This book explores the contradictions that emerge in international statebuilding efforts in war-torn societies. Since the end of the Cold War, more than 20 major peace operations have been deployed to countries emerging from internal conflicts. This book argues that international efforts to construct effective, legitimate governmental structures in these countries are necessary but fraught with contradictions and vexing dilemmas. Drawing on the latest scholarly research on postwar peace operations, the volume: adresses cutting-edge issues of statebuilding including coordination, local ownership, security, elections, constitution making, and delivery of development aid; features contributions by leading and up-and-coming scholars; provides empirical case studies including Afghanistan, Cambodia, Croatia, Kosovo, Liberia, Sierra Leone, South Africa, and others; presents policy-relevant findings of use to students and policy makers alike.
This book is a major contribution to an understanding of the theory, practice and consequences of peacekeeping. Paris demonstrates how peacekeeping has evolved from the modest attempt to keep the peace into the much more ambitious agenda of engineering the socio-political conditions of a stable peace. Paris shows that the attmept by the international community to promote democracy and markets has created, in various places, not a liberal peace but instead renewed competition and violence. Cases include: Angola, Rwanda, Cambodia, Liberia, Bosnia, Croatia, Nicaragua, El Salvador, Guatemala, Namibia, Mozambique, Kosovo, East Timor / Timor Leste, Sierra Leone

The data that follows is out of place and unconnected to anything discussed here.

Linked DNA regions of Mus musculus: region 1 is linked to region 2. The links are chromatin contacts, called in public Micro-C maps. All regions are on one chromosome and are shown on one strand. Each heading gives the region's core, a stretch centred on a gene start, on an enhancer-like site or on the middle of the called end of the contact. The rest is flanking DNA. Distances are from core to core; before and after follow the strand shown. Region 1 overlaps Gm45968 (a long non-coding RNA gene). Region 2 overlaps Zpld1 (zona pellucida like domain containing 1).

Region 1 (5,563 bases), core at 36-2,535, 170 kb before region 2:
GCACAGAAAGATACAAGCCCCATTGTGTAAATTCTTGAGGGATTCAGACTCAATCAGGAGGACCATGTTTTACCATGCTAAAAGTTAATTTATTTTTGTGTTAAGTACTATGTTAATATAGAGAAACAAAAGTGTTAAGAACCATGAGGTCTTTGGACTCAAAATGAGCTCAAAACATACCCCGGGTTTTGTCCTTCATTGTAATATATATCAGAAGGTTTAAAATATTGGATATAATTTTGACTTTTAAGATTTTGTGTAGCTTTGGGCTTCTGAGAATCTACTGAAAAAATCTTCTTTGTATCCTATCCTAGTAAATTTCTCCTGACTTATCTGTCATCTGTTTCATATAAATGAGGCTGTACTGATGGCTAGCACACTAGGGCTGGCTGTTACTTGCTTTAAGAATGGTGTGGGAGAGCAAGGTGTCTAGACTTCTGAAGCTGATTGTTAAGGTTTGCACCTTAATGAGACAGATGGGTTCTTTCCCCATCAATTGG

Liberal peacebuilding has become the target of considerable criticism. Although much of this criticism is warranted, a number of scholars and commentators have come to the opinion that liberal peacebuilding is either fundamentally destructive, or illegitimate, or both. On close analysis, however, many of these critiques appear to be exaggerated or misdirected. At a time when the future of peacebuilding is uncertain, it is important to distinguish between justified and unjustified criticisms, and to promote a more balanced debate on the meaning, shortcomings and prospects of liberal peacebuilding.